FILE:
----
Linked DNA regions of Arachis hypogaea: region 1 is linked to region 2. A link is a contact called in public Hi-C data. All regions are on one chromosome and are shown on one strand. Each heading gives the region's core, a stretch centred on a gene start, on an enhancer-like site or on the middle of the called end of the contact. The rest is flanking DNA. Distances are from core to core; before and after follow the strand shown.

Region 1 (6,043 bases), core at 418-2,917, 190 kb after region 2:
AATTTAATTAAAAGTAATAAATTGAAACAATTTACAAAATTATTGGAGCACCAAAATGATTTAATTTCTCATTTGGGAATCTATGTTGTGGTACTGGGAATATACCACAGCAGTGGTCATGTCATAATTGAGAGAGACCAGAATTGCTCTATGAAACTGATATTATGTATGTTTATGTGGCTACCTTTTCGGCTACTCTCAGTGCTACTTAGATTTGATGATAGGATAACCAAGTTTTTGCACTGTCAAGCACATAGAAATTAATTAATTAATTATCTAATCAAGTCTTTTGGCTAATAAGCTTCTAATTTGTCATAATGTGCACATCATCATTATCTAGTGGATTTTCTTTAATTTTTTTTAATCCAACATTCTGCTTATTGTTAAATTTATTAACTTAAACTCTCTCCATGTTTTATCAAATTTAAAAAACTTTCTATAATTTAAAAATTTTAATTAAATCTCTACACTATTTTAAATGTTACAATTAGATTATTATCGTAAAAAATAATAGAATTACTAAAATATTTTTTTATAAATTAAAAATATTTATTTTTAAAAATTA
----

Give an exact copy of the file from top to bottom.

Linked DNA regions of Arachis hypogaea: region 1 is linked to region 2. A link is a contact called in public Hi-C data. All regions are on one chromosome and are shown on one strand. Each heading gives the region's core, a stretch centred on a gene start, on an enhancer-like site or on the middle of the called end of the contact. The rest is flanking DNA. Distances are from core to core; before and after follow the strand shown.

Region 1 (6,043 bases), core at 418-2,917, 190 kb after region 2:
AATTTAATTAAAAGTAATAAATTGAAACAATTTACAAAATTATTGGAGCACCAAAATGATTTAATTTCTCATTTGGGAATCTATGTTGTGGTACTGGGAATATACCACAGCAGTGGTCATGTCATAATTGAGAGAGACCAGAATTGCTCTATGAAACTGATATTATGTATGTTTATGTGGCTACCTTTTCGGCTACTCTCAGTGCTACTTAGATTTGATGATAGGATAACCAAGTTTTTGCACTGTCAAGCACATAGAAATTAATTAATTAATTATCTAATCAAGTCTTTTGGCTAATAAGCTTCTAATTTGTCATAATGTGCACATCATCATTATCTAGTGGATTTTCTTTAATTTTTTTTAATCCAACATTCTGCTTATTGTTAAATTTATTAACTTAAACTCTCTCCATGTTTTATCAAATTTAAAAAACTTTCTATAATTTAAAAATTTTAATTAAATCTCTACACTATTTTAAATGTTACAATTAGATTATTATCGTAAAAAATAATAGAATTACTAAAATATTTTTTTATAAATTAAAAATATTTATTTTTAAAAATTA